We review the administrative agency history.
Rejecting the impairment defense raised by the Co-op, the administrative law judge entered an award granting Young permanent partial disability benefits. After noting Young last smoked crack cocaine in 2006 and had no symptoms of asthma until she started working for the Co-op in 2010, the ALJ found the causal connection between smoking crack cocaine 4 years earlier and the development of her asthma was speculative. Moreover, the ALJ ruled there was no evidence to support the requirement in the statute that a claimant's illegal drug use “must both cause impairment and be contemporaneous with the accident.” The ALJ also found Young's prior tobacco use was lawful, did not impair her ability to perform the duties of her job, and was more akin to a preexisting condition or disability. The Co-op appealed to the Workers Compensation Board.
The Board affirmed the award, holding the Co-op did not meet its burden to prove the impairment defense. Citing Wiehe v. Kissick Construction Co., 43 Kan.App.2d 732, 232 P.3d 866 (2010), as authority, the Board concluded K.S.A.2010 Supp. 44–501(d)(2) required that the “respondent must demonstrate claimant was ‘impaired’ within the meaning of the statute and that claimant's injury, disability or death was ‘contributed to’ by claimant's use of alcohol or drugs.”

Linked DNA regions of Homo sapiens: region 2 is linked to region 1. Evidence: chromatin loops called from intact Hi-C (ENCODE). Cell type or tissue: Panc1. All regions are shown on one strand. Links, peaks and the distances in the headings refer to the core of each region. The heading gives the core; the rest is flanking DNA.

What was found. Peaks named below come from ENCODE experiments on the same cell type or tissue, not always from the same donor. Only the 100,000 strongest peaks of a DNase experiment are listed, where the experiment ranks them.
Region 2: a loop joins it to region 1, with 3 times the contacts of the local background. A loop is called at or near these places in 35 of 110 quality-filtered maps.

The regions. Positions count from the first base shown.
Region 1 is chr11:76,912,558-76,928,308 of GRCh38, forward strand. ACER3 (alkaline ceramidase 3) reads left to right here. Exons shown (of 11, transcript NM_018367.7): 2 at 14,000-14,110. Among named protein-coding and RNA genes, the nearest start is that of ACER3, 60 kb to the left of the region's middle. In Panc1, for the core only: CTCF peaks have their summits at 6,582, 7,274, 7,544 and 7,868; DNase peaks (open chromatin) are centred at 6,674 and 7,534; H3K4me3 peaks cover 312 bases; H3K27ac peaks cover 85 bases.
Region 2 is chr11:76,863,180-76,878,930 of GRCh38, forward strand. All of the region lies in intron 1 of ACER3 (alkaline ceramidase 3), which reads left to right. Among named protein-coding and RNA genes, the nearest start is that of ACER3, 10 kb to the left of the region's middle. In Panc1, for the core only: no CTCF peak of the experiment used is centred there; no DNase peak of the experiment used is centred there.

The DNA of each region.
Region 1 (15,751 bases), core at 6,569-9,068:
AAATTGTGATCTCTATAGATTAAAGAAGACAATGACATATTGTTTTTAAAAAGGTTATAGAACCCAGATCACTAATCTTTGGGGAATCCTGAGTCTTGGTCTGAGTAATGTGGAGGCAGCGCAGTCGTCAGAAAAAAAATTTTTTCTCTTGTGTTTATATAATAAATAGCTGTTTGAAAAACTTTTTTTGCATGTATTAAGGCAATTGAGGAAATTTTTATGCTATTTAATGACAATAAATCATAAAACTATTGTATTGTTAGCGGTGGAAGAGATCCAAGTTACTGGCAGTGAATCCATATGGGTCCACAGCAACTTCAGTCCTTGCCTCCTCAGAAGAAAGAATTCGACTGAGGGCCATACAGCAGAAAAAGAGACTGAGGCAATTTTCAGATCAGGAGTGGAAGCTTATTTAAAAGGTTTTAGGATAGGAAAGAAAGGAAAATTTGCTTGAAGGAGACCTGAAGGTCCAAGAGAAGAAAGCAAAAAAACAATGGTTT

The Board found the Co-op did not prove Young was “impaired” as that term is defined in K.S.A.2010 Supp. 44–501(d)(2) because:
• there was no evidence of any concentration of crack cocaine in Young's body when her injury occurred, and
• Young had not experienced any symptoms of asthma before working for the Co-op in 2010.
Finally, the Board found the Co-op provided no persuasive authority that the legislature intended to include tobacco or tobacco smoke as an applicable drug, chemical, or other compound to which the impairment defense could apply.
The issue in this appeal is the same.
The Co-op maintains that it met its burden of proof. In its view, Dr. Kerby's uncontroverted medical testimony that Young's prior use of smoking tobacco and crack cocaine “contributed” to the development of her adult-onset asthma relieved it from any liability for her disability. It argues that under the plain meaning rule established in Bergstrom v. Spears Manufacturing Co., 289 Kan. 605, 607–08, 214 P.3d 676 (2009), the Board should have construed the first sentence of the impairment defense differently.
Our rules of review